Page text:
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Generative AI poised to make substantial impact on DevSecOps

And having generative AI automatically use safe practices and mechanisms contributes to a more secure coding environment, Robinson says. “The benefits extend to improved code structuring, enhanced explanations and a streamlined testing process, ultimately reducing the testing burden on DevSecOps teams.”

Some developers think that we’re already there. According to a report released in November by Snyk, a code security platform, 76% of technology and security pros say that AI code is more secure than human code.

But, today, at least, that sense of security might be an illusion and a dangerous one at that. As per a Stanford research paper last updated in December, developers who use an AI coding assistant wrote “significantly less secure code” — but were also more likely to believe that they wrote secure code than those who didn’t use AI. Plus, the AI coding tools sometimes suggested insecure libraries and the developers accepted the suggestions without reading the documentation for the components, the researchers said.

Similarly, in Snyk’s own survey, 92% of respondents agreed that AI generates insecure code suggestions at least some of the time, and a fifth said that it generates security problems “frequently.”

However, even though the use of generative AI speeds up code production, only 10% of survey respondents say that they have automated the majority of their security checks and scanning, and 80% say that developers in their organizations bypass AI security policies altogether.

In fact, with the adoption of generative AI coding tools, more than half of organizations have not changed their software security processes. Of those who did, the most common change was more frequent code audits, followed by implementing security automation.

All of this AI-generated code still needs to undergo security testing, says Forrester’s Worthington. In particular, enterprises need to ensure that they have tools in place and integrated to check all the new code and to check the libraries and container images. “We’re seeing more need for DevSecOps tools because of generative AI.”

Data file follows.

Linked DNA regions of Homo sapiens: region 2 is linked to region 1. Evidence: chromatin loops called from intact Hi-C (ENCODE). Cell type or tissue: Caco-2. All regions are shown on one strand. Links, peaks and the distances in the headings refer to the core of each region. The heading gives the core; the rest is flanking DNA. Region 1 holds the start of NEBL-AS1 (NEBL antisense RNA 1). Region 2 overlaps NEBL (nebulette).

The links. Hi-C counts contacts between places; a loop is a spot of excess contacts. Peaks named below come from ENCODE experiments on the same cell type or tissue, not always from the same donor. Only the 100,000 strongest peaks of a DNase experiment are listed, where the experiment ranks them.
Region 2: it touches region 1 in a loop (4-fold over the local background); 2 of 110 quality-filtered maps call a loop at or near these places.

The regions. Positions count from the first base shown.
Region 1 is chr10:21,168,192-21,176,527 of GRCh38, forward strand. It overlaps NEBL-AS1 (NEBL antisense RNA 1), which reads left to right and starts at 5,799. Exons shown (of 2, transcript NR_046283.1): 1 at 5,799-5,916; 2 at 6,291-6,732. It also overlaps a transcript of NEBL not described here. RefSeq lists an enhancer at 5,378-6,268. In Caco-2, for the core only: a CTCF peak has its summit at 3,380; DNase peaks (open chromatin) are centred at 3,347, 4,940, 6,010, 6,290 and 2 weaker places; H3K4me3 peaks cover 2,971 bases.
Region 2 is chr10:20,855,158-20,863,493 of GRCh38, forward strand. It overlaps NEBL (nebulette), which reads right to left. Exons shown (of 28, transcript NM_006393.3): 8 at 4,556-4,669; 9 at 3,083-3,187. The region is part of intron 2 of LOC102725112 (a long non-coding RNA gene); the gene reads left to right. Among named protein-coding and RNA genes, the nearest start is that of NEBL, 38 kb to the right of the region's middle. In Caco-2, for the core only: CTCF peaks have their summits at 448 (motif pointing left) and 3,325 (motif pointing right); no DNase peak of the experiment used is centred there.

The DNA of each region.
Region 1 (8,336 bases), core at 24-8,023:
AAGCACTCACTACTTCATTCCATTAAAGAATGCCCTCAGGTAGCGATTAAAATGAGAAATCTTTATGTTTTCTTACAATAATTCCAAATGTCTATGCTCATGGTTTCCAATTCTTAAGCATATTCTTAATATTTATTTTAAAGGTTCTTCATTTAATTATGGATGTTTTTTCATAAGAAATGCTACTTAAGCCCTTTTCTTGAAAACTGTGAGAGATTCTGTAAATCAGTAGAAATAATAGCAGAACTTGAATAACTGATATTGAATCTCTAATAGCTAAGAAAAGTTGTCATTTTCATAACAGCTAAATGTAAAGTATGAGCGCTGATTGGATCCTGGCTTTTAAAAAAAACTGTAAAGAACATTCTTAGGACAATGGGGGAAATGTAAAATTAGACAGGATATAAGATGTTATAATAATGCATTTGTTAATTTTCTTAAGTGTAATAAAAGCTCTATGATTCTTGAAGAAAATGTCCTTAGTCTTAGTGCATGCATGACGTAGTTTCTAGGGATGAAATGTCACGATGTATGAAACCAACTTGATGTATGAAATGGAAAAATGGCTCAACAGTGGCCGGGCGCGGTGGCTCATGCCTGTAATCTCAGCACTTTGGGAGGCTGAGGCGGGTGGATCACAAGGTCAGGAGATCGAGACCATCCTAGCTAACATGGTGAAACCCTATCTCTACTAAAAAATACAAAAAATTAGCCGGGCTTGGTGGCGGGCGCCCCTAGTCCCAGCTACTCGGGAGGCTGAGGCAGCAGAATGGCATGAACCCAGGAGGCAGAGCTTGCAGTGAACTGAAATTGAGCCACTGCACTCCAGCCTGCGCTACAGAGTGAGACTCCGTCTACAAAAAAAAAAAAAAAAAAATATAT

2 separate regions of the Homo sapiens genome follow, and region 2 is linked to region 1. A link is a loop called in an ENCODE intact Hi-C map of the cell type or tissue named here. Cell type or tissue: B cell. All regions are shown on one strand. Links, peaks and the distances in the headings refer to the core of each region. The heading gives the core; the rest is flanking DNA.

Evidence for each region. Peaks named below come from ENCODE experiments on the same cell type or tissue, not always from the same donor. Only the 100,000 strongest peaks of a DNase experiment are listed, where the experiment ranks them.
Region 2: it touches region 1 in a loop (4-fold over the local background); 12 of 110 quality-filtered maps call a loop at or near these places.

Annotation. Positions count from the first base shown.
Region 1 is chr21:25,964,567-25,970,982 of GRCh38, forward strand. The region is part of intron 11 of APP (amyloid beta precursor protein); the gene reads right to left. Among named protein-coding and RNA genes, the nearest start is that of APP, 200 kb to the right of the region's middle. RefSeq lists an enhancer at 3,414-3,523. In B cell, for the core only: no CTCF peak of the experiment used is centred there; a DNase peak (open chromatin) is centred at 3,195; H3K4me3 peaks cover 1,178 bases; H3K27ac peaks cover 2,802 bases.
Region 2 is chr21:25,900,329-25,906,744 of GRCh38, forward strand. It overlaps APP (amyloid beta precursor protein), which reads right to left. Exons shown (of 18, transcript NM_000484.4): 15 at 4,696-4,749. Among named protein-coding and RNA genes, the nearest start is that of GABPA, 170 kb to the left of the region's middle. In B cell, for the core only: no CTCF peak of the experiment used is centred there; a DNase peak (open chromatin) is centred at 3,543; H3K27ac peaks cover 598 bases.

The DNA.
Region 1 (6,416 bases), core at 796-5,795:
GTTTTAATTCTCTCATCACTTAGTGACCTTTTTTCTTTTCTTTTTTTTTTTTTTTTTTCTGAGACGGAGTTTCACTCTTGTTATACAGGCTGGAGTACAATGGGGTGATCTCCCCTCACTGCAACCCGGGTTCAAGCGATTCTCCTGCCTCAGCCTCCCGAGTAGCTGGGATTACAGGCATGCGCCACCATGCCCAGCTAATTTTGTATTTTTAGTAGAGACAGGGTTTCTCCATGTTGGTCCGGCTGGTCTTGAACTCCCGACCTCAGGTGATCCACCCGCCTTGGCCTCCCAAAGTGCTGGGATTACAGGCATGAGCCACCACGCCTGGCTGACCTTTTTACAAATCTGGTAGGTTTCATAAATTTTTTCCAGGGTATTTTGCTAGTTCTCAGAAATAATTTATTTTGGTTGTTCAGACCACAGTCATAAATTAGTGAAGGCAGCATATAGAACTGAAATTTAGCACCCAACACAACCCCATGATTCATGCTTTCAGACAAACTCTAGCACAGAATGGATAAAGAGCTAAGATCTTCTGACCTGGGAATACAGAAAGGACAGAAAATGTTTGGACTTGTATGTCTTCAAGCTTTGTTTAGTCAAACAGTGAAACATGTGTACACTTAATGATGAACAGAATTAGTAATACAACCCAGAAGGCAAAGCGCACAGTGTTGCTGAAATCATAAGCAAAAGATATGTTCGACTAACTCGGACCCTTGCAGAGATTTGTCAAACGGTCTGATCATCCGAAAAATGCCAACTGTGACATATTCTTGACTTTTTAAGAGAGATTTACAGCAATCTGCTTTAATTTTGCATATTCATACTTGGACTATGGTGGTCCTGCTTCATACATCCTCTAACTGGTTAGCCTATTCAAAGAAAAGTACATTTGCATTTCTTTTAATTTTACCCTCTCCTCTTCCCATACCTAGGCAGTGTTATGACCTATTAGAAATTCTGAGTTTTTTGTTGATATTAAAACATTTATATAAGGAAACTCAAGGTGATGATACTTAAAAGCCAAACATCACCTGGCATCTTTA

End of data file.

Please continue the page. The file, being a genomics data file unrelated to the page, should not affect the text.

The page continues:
Generative AI can help the DevSecOps team write documentation, Worthington adds. In fact, generating text was ChatGPT’s first use case. Generative AI is particularly good at creating first drafts of documents and summarizing information.

So, it’s no surprise that Google’s State of DevOps report shows that AI had a 1.5 times impact on organizational performance as a result of improvements to technical documentation. And, according to the CoderPad survey, documentation and API support is the fourth most popular use case for generative AI, with more than a quarter of tech professionals using it for this purpose.

It can work the other way, too, helping developers comb through documentation faster. “When I coded a lot, a lot of my time was spent digging through documentation,” says Ben Moseley, professor of operations research at Carnegie Mellon University. “If I could quickly get to that information, it would really help me out.

Generative AI for testing and quality assurance

Generative AI has the potential to help DevSecOps teams to find vulnerabilities and security issues that traditional testing tools miss, to explain the problems, and to suggest fixes. It can also help with generating test cases.

Some security flaws are still too nuanced for these tools to catch, says Carnegie Mellon’s Moseley. “For those challenging things, you’ll still need people to look for them, you’ll need experts to find them.” However, generative AI can pick up standard errors.